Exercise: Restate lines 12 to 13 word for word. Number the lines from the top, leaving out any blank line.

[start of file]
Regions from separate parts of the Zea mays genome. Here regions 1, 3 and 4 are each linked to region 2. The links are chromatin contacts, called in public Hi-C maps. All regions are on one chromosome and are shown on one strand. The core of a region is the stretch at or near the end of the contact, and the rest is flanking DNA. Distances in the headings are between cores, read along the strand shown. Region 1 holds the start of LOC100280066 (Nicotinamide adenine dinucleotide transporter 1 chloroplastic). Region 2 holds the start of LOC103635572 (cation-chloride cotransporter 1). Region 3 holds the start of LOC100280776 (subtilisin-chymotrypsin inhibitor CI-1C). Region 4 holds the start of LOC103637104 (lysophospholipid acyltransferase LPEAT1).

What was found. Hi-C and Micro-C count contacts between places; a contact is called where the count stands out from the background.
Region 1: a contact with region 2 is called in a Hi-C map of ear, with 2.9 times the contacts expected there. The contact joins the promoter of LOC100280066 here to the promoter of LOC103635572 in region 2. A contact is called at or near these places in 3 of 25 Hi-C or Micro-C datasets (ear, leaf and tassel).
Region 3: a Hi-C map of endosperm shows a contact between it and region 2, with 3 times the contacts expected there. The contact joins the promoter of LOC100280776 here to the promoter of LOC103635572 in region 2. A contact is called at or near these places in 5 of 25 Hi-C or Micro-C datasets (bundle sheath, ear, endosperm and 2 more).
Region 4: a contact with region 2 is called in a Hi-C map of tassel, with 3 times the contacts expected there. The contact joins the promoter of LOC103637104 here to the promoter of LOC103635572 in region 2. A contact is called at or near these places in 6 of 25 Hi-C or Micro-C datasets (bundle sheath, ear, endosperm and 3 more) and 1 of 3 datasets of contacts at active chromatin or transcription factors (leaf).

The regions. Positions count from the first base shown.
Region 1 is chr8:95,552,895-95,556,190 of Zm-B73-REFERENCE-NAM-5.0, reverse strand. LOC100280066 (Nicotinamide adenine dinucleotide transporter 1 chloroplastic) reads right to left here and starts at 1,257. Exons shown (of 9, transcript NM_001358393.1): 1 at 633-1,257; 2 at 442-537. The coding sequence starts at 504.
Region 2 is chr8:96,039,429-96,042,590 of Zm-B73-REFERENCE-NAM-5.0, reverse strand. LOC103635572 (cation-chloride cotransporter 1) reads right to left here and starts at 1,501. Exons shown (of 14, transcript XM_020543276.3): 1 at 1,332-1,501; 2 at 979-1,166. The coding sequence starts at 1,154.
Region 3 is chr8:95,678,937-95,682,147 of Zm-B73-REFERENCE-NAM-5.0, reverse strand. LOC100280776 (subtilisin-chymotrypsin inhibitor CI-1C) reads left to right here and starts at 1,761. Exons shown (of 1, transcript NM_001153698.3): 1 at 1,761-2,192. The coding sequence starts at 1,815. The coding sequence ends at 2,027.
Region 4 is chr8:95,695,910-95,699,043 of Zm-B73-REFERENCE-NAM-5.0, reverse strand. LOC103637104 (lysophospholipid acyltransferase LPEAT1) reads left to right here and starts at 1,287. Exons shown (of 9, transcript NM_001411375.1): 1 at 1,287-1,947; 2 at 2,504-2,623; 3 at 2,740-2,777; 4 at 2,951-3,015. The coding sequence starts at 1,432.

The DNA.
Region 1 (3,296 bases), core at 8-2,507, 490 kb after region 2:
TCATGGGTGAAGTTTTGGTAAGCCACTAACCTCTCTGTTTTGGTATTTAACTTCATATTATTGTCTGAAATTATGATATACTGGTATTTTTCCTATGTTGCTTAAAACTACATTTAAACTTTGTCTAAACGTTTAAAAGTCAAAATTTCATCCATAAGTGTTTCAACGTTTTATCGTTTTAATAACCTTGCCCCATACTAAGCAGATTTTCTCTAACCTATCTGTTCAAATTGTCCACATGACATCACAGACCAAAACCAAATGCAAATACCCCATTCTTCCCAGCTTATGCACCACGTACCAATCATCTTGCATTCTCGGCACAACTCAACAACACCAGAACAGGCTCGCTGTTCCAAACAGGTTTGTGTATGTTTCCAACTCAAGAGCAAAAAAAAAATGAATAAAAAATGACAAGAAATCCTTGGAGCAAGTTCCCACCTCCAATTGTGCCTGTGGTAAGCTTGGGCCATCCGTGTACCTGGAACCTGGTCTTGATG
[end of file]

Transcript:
Region 1 (3,296 bases), core at 8-2,507, 490 kb after region 2:
TCATGGGTGAAGTTTTGGTAAGCCACTAACCTCTCTGTTTTGGTATTTAACTTCATATTATTGTCTGAAATTATGATATACTGGTATTTTTCCTATGTTGCTTAAAACTACATTTAAACTTTGTCTAAACGTTTAAAAGTCAAAATTTCATCCATAAGTGTTTCAACGTTTTATCGTTTTAATAACCTTGCCCCATACTAAGCAGATTTTCTCTAACCTATCTGTTCAAATTGTCCACATGACATCACAGACCAAAACCAAATGCAAATACCCCATTCTTCCCAGCTTATGCACCACGTACCAATCATCTTGCATTCTCGGCACAACTCAACAACACCAGAACAGGCTCGCTGTTCCAAACAGGTTTGTGTATGTTTCCAACTCAAGAGCAAAAAAAAAATGAATAAAAAATGACAAGAAATCCTTGGAGCAAGTTCCCACCTCCAATTGTGCCTGTGGTAAGCTTGGGCCATCCGTGTACCTGGAACCTGGTCTTGATG